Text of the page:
Tag Archive: Tim Drake


Jean-Paul Valley is one of my favorite characters in comics by a long margin. Created in anticipation of the “Knightfall” crossover trilogy that saw him take over as Batman for a year, Azrael became a hated symbol of 90s grimdark. But Jean-Paul is so much more than that. In fact, Jean-Paul was not only a refutation of Dark Age thinking but became an active example of the alternative. Over his ten-year story, Jean Paul became a unique and interesting character, examining concepts as varied as non-violence, childhood abandonment, addiction, toxic masculinity, and elective family.

Jean-Paul is a very special character in my mind, and yet he doesn’t have a lot of fans. So, if you’ll indulge me a bit, I’d like to take you on a tour of Jean-Paul’s world. If I’m lucky, maybe I’ll make a few new fans and you’ll walk away with a new character to nerd out over. If not, we can at least make fun of this character’s weird history together. So come with me and let’s take a walk.

With “Knightquest: The Crusade” Jean-Paul truly became the star of his story for the first time. “Knightquest” would see Jean-Paul struggle with his programming and his own morality as he learned what it meant to be the Dark Knight.
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Jean-Paul Valley is one of my favorite characters in comics by a long margin. Created in anticipation of the “Knightfall” crossover trilogy that saw him take over as Batman for a year, Azrael became a hated symbol of 90s grimdark. But Jean-Paul is so much more than that. In fact, Jean-Paul was not only a refutation of Dark Age thinking but became an active example of the alternative. Over his ten-year story, Jean Paul became a unique and interesting character, examining concepts as varied as non-violence, childhood abandonment, addiction, toxic masculinity, and elective family.

Jean-Paul is a very special character in my mind, and yet he doesn’t have a lot of fans. So, if you’ll indulge me a bit, I’d like to take you on a tour of Jean-Paul’s world. If I’m lucky, maybe I’ll make a few new fans and you’ll walk away with a new character to nerd out over. If not, we can at least make fun of this character’s weird history together. So come with me and let’s take a walk.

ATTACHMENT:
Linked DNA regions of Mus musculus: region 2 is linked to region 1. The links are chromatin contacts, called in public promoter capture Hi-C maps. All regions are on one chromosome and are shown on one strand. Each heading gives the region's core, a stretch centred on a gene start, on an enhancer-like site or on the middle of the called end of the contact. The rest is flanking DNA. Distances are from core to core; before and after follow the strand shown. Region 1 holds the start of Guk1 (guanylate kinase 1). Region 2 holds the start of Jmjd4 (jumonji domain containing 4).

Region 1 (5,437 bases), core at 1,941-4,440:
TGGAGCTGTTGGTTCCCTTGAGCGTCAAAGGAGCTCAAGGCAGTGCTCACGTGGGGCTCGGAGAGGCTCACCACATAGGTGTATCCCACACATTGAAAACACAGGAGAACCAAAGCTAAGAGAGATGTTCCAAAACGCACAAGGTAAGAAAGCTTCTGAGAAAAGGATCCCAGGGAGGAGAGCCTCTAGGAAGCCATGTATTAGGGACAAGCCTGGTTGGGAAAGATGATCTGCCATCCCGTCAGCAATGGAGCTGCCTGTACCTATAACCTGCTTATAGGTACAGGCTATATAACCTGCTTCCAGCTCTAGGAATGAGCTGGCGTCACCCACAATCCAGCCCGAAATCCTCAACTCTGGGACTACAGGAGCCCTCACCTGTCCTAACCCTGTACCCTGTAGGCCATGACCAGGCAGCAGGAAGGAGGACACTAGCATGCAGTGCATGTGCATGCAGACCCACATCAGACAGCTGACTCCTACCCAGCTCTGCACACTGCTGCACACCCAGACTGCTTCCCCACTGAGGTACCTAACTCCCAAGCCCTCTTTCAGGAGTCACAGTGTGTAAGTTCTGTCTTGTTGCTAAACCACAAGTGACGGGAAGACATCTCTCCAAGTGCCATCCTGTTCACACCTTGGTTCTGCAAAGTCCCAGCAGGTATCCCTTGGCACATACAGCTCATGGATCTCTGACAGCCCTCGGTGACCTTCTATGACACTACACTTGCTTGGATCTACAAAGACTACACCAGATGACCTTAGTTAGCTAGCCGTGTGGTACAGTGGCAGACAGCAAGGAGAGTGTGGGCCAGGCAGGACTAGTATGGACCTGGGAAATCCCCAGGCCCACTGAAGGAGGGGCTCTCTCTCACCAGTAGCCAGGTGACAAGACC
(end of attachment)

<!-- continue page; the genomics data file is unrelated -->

While many summaries of Batman: Sword of Azrael end with Batman offering to bring Jean-Paul into the Bat-Family, the miniseries was very vague about Jean-Paul’s future. It wasn’t until Batman #488 that we saw what became of him. Continue reading

In the course of talking to comic creators this year, I started to think about their unique talents and what I think they would be best suited to. Inspired by all kinds of wonderful ideas I’ve seen online and heard from creators, I’ve put together my New 52. These are the 52 books I would publish if DC’s offerings were up to me and, as my friends and I have had a good time discussing them, I thought I would share them with you.

I tried to consider the actual feasibility of these titles, not only in the sense of immediate sales but in their ability to expand DC’s brand long-term. I also recognize that this is a dramatically simplified version of what DC actually has to do. As such, I made a couple of rules for myself.

First, as I don’t have the same knowledge of the creators’ availability and timeliness as an actual editor, I decided that I would allow myself access to any writer currently working in comics, but that I could only assign a creator to one book. Second, I tried not to put a writer on the same book that they’ve already worked on, though some were moved to similar concepts or allowed to expand short work they’ve already done. Finally, while an actual relaunch might do well to include some new books, I limited myself to preexisting titles and IPs for this project.

I’d love to hear your thoughts, on why I’m right, why I clearly screwed up, who should be illustrating the series, etc. But, regardless, I hope you enjoy.

Through seventy-five years of comics, Robin has held a special place in the hearts of comic fans. Whether your Robin was Dick Grayson, Tim Drake, or Burt Ward, there’s something about the character that’s more than just the second part of “Batman and…” Maybe it’s that they tend to be relatable. Maybe it’s that they’re teen heroes who are famous enough to attract big writers. Maybe it’s just the dynamism of the quips and costume. Whatever it is, each of the Robins has their own passionate fan base.

The Robin concept is also impressively viable. The first Robin series ran for almost 200 issues and was followed shortly by Nightwing, at the time the only other living character to hold the Robin mantle, for a similarly immense run of about 150 issues. Dick Grayson’s leadership of the New Teen Titans is considered one of DC’s greatest runs and Jason Todd is better loved today than he was at the peak of his popularity as Robin.

I would love little more than to give the New Year’s 52 a fantastic Nightwing series, however not all of the Robins can justify taking one of our fifty-two slots. I think there’s even more potential in giving all of the Robins a showcase.

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In the course of talking to comic creators this year, I started to think about their unique talents and what I think they would be best suited to. Inspired by all kinds of wonderful ideas I’ve seen online and heard from creators, I’ve put together my New 52. These are the 52 books I would publish if DC’s offerings were up to me and, as my friends and I have had a good time discussing them, I thought I would share them with you.